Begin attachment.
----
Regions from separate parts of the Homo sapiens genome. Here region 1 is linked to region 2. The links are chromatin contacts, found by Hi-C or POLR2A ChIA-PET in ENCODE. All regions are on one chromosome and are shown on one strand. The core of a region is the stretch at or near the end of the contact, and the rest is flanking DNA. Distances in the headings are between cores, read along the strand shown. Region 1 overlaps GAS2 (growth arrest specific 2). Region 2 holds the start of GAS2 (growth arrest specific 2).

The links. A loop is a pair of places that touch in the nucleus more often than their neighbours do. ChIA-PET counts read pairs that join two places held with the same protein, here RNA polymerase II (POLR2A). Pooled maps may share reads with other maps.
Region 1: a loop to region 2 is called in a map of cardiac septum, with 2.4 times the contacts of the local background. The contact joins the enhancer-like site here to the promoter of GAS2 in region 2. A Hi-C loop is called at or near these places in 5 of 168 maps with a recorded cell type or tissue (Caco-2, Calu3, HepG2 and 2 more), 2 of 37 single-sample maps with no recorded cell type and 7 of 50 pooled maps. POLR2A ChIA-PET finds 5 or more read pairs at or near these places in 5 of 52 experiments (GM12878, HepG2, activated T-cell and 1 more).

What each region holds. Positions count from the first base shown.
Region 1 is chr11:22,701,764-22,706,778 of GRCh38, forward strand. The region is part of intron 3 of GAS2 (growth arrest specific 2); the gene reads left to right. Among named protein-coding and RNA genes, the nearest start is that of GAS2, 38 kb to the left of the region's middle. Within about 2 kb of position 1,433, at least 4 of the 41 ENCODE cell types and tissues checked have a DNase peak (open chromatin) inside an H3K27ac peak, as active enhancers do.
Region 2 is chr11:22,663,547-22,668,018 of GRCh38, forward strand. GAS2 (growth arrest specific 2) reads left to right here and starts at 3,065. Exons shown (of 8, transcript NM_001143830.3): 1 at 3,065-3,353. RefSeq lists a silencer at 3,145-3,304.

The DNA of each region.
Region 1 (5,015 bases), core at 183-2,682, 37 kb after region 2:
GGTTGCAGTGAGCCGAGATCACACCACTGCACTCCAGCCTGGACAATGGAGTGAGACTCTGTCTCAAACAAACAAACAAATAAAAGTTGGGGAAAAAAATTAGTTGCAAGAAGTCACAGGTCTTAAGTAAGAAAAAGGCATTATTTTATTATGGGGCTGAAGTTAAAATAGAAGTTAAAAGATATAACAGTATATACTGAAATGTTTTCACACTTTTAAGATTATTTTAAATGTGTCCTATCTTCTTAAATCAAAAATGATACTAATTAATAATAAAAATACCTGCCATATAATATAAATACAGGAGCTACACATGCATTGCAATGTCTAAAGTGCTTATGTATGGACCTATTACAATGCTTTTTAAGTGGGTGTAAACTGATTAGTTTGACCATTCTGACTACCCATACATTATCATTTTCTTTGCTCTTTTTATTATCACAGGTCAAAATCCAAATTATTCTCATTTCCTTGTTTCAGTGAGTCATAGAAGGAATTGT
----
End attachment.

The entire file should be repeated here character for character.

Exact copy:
Regions from separate parts of the Homo sapiens genome. Here region 1 is linked to region 2. The links are chromatin contacts, found by Hi-C or POLR2A ChIA-PET in ENCODE. All regions are on one chromosome and are shown on one strand. The core of a region is the stretch at or near the end of the contact, and the rest is flanking DNA. Distances in the headings are between cores, read along the strand shown. Region 1 overlaps GAS2 (growth arrest specific 2). Region 2 holds the start of GAS2 (growth arrest specific 2).

The links. A loop is a pair of places that touch in the nucleus more often than their neighbours do. ChIA-PET counts read pairs that join two places held with the same protein, here RNA polymerase II (POLR2A). Pooled maps may share reads with other maps.
Region 1: a loop to region 2 is called in a map of cardiac septum, with 2.4 times the contacts of the local background. The contact joins the enhancer-like site here to the promoter of GAS2 in region 2. A Hi-C loop is called at or near these places in 5 of 168 maps with a recorded cell type or tissue (Caco-2, Calu3, HepG2 and 2 more), 2 of 37 single-sample maps with no recorded cell type and 7 of 50 pooled maps. POLR2A ChIA-PET finds 5 or more read pairs at or near these places in 5 of 52 experiments (GM12878, HepG2, activated T-cell and 1 more).

What each region holds. Positions count from the first base shown.
Region 1 is chr11:22,701,764-22,706,778 of GRCh38, forward strand. The region is part of intron 3 of GAS2 (growth arrest specific 2); the gene reads left to right. Among named protein-coding and RNA genes, the nearest start is that of GAS2, 38 kb to the left of the region's middle. Within about 2 kb of position 1,433, at least 4 of the 41 ENCODE cell types and tissues checked have a DNase peak (open chromatin) inside an H3K27ac peak, as active enhancers do.
Region 2 is chr11:22,663,547-22,668,018 of GRCh38, forward strand. GAS2 (growth arrest specific 2) reads left to right here and starts at 3,065. Exons shown (of 8, transcript NM_001143830.3): 1 at 3,065-3,353. RefSeq lists a silencer at 3,145-3,304.

The DNA of each region.
Region 1 (5,015 bases), core at 183-2,682, 37 kb after region 2:
GGTTGCAGTGAGCCGAGATCACACCACTGCACTCCAGCCTGGACAATGGAGTGAGACTCTGTCTCAAACAAACAAACAAATAAAAGTTGGGGAAAAAAATTAGTTGCAAGAAGTCACAGGTCTTAAGTAAGAAAAAGGCATTATTTTATTATGGGGCTGAAGTTAAAATAGAAGTTAAAAGATATAACAGTATATACTGAAATGTTTTCACACTTTTAAGATTATTTTAAATGTGTCCTATCTTCTTAAATCAAAAATGATACTAATTAATAATAAAAATACCTGCCATATAATATAAATACAGGAGCTACACATGCATTGCAATGTCTAAAGTGCTTATGTATGGACCTATTACAATGCTTTTTAAGTGGGTGTAAACTGATTAGTTTGACCATTCTGACTACCCATACATTATCATTTTCTTTGCTCTTTTTATTATCACAGGTCAAAATCCAAATTATTCTCATTTCCTTGTTTCAGTGAGTCATAGAAGGAATTGT